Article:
December 23, 2019

‘I never understood wind’: Trump goes on bizarre tirade against wind turbines
President’s nonsensical rambling remarks about ‘windmills’ in segment from weekend speech raised eyebrowsHe says he knows more about Isis than his generals, and claims to understand politicians “better than anybody”. Now there is another subject in which Donald Trump’s expert knowledge surpasses that of everybody else: wind turbines, though he calls them windmills.“I’ve studied it better than anybody I know,” the president asserted in a bizarre segment from a weekend speech to young conservatives in West Palm Beach, Florida, close to his winter retreat at Mar-a-Lago where he is spending the holidays.“I never understood wind. You know, I know windmills very much. They’re noisy. They kill the birds. You want to see a bird graveyard? Go under a windmill someday. You’ll see more birds than you’ve ever seen in your life.”> President Trump: "I never understood wind, you know I know windmills very much. I've studied it better than anybody." pic.twitter.com/0U432SgNA2> > — The Hill (@thehill) December 22, 2019Trump ripped into a range of familiar targets in a speech lasting more than one hour at the Turning Point USA student action summit, from the Democrats and House speaker Nancy Pelosi, to his recent impeachment and the so-called Never Trumpers in the Republican party who he said were “the dumbest human beings on earth”.But it was his rambling and often nonsensical remarks about wind turbines, during a diatribe against the Green New Deal and renewable energy resources, that raised eyebrows.“They’re made in China and Germany mostly,” Trump said of wind turbines, of which there are more than 57,000 across the US, according to the American Wind Energy Association. “But they’re manufactured tremendous if you’re into this, tremendous fumes. Gases are spewing into the atmosphere. You know we have a world, right? So the world is tiny compared to the universe. So tremendous, tremendous amount of fumes and everything.“You talk about the carbon footprint, fumes are spewing into the air, right? Spewing. Whether it’s in China, Germany, it’s going into the air. It’s our air, their air, everything, right?”It was unclear what exactly Trump meant, or how Trump equated wind turbines converting clean air into energy to toxic fumes fouling the atmosphere. But he did share his thoughts on their appearance.“You see all those [windmills]. They’re all different shades of color,” he said. “They’re like sort of white, but one is like an orange-white. It’s my favorite color, orange.”The president’s “war on wind” is not new: earlier this year he was ridiculed for his claims that wind turbines destroyed property values and caused cancer from their noise.He is accused of having begun his tirades against wind turbines after wind farm developments were proposed near the golf course he owns in Scotland.There is some evidence that wind turbines have a negative impact on wildlife: a 2013 study by the Wildlife Society estimated widespread fatalities in California, including close to a million bats and more than half a million raptors, including bald and golden eagles.The president’s final words on the subject, before hailing himself an “an environmentalist” presiding over an environment “in very good shape”, concerned the long-term aesthetics of wind turbines.“You know what they don’t tell you about windmills? After 10 years they look like hell. They start to get tired, old,” he said, lamenting that owners of ageing windmills not replacing them without government subsidies was “a really terrible thing”.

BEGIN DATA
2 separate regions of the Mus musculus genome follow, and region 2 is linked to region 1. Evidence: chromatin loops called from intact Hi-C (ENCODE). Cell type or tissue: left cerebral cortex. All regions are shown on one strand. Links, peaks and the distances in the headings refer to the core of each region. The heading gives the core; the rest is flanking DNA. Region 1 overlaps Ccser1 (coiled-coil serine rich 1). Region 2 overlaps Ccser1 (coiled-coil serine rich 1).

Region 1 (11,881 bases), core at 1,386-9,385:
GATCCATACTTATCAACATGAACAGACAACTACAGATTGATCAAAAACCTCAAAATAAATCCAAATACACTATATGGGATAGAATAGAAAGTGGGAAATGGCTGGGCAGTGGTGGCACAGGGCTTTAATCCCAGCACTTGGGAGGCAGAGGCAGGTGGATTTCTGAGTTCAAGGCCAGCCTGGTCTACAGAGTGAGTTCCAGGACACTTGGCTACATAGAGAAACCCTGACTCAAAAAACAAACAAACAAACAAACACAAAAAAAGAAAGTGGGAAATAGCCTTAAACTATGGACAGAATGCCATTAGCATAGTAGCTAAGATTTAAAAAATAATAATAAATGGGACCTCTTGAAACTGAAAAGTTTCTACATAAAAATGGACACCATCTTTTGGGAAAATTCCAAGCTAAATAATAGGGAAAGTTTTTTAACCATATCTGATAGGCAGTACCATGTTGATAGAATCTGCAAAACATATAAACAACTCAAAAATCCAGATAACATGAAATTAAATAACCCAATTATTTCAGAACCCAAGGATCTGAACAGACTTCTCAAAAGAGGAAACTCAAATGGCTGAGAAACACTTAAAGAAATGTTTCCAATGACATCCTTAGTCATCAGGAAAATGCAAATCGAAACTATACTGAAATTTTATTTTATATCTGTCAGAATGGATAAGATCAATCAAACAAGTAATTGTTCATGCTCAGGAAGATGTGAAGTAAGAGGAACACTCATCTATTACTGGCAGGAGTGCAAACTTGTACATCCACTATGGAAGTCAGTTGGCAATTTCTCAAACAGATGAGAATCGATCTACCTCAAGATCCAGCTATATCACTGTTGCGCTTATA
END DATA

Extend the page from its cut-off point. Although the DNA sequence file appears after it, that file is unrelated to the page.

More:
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Star Wars Director Says It's About Time A Woman Makes A Star Wars Movie
Jan 02, 2024